For instance, maybe you’ve heard of the Alexamenos Graffiti. It is perhaps the earliest depiction of Christ. It was found on a wall in a Roman schoolhouse. It is a crudely drawn picture of a little boy with a hand raised reverently in adoration towards a cross. On that cross is the figure of a man, but with one slight modification. The head is the head of a donkey and not of a man. And inscribed around the picture are the words, “Alexamenos worships his god.”
What you have there is a display of utter disdain for the things of the Lord. And it is blasphemous in the highest order. It is a trampling of the most sacred truths we know.
Now, we can’t prevent people from doing blasphemous things like this. But we can cut down the opportunities. If we try pushing the truth where it is obviously not welcome, then we might very well be pushing the pearl right into the street where it will be trampled.
Thirdly, as we think about God’s wisdom, we need to think in terms of efficiency.
C. We need to think about kingdom efficiency.
Every one of you who is a business man or maybe even if you are just running your household like a housewife, you will typically seek to invest your time and energy in a way that will maximize your efforts. You will want to get the most out of your energy or your money and you will manage all of that so that it is the most productive.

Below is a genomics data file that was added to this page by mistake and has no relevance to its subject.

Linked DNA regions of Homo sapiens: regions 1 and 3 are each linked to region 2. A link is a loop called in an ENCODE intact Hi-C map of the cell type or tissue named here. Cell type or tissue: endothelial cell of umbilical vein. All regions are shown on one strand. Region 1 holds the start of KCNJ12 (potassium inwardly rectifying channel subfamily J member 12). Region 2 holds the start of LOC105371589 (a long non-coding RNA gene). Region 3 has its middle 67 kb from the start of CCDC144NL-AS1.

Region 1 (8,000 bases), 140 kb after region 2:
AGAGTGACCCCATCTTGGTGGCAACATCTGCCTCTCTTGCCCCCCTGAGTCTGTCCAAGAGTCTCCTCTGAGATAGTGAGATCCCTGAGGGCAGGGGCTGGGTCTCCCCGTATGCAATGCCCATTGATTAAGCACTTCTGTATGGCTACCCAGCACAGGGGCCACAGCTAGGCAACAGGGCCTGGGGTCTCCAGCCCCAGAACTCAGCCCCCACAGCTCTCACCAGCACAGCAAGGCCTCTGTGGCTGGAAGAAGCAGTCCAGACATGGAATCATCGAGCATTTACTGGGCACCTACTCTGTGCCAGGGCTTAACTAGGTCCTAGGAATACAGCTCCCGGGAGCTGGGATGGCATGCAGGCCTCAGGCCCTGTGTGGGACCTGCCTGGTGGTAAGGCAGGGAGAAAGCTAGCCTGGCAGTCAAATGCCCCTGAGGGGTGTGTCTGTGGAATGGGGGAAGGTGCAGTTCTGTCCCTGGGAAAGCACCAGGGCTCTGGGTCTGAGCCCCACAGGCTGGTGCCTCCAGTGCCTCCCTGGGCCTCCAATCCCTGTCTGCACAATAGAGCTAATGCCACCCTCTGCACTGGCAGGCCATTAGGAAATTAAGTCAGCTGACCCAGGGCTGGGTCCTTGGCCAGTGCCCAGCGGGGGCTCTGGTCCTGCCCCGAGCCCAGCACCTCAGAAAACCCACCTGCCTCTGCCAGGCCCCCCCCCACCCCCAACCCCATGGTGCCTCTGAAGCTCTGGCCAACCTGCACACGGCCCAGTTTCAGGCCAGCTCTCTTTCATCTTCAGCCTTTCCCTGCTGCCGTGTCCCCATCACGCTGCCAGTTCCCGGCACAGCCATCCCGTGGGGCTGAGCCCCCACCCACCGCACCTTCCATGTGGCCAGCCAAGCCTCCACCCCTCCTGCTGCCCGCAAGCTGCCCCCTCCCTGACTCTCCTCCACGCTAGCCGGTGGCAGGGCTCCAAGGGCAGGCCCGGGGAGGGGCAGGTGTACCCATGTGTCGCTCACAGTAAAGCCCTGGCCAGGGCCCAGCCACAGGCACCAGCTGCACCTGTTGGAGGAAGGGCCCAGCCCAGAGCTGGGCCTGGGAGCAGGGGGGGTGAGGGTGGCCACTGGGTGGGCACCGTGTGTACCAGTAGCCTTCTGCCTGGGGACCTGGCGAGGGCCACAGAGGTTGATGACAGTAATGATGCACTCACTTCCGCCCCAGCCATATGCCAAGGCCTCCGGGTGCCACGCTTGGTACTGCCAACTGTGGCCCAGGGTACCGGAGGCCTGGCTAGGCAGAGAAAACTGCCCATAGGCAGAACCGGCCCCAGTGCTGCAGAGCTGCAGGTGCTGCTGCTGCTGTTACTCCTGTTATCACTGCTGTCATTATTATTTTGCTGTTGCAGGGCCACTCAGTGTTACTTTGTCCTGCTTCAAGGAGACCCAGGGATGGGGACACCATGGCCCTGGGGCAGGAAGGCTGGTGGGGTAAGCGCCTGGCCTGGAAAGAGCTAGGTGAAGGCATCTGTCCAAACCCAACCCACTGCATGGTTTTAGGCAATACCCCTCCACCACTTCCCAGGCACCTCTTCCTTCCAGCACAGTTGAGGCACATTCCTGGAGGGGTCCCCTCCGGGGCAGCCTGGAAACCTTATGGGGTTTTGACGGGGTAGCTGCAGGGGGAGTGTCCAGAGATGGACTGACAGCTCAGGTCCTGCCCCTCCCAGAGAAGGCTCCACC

If you are in the business world, you think in terms of your ROI (return on investment). You don’t dump a bunch of money and resources into something that is not going to benefit your company, are you?
There’s a sense in which Jesus has this same sort of plan . We are the means by which he is advancing his kingdom. We are the tools he uses to preserve righteousness in this world. And Jesus wants to put his resources to the best possible use. To put it bluntly, Jesus doesn’t want to invest in dead ends. He doesn’t want us wasting our time and energy on conversations that have absolutely no possibility of being productive for his purposes in this world.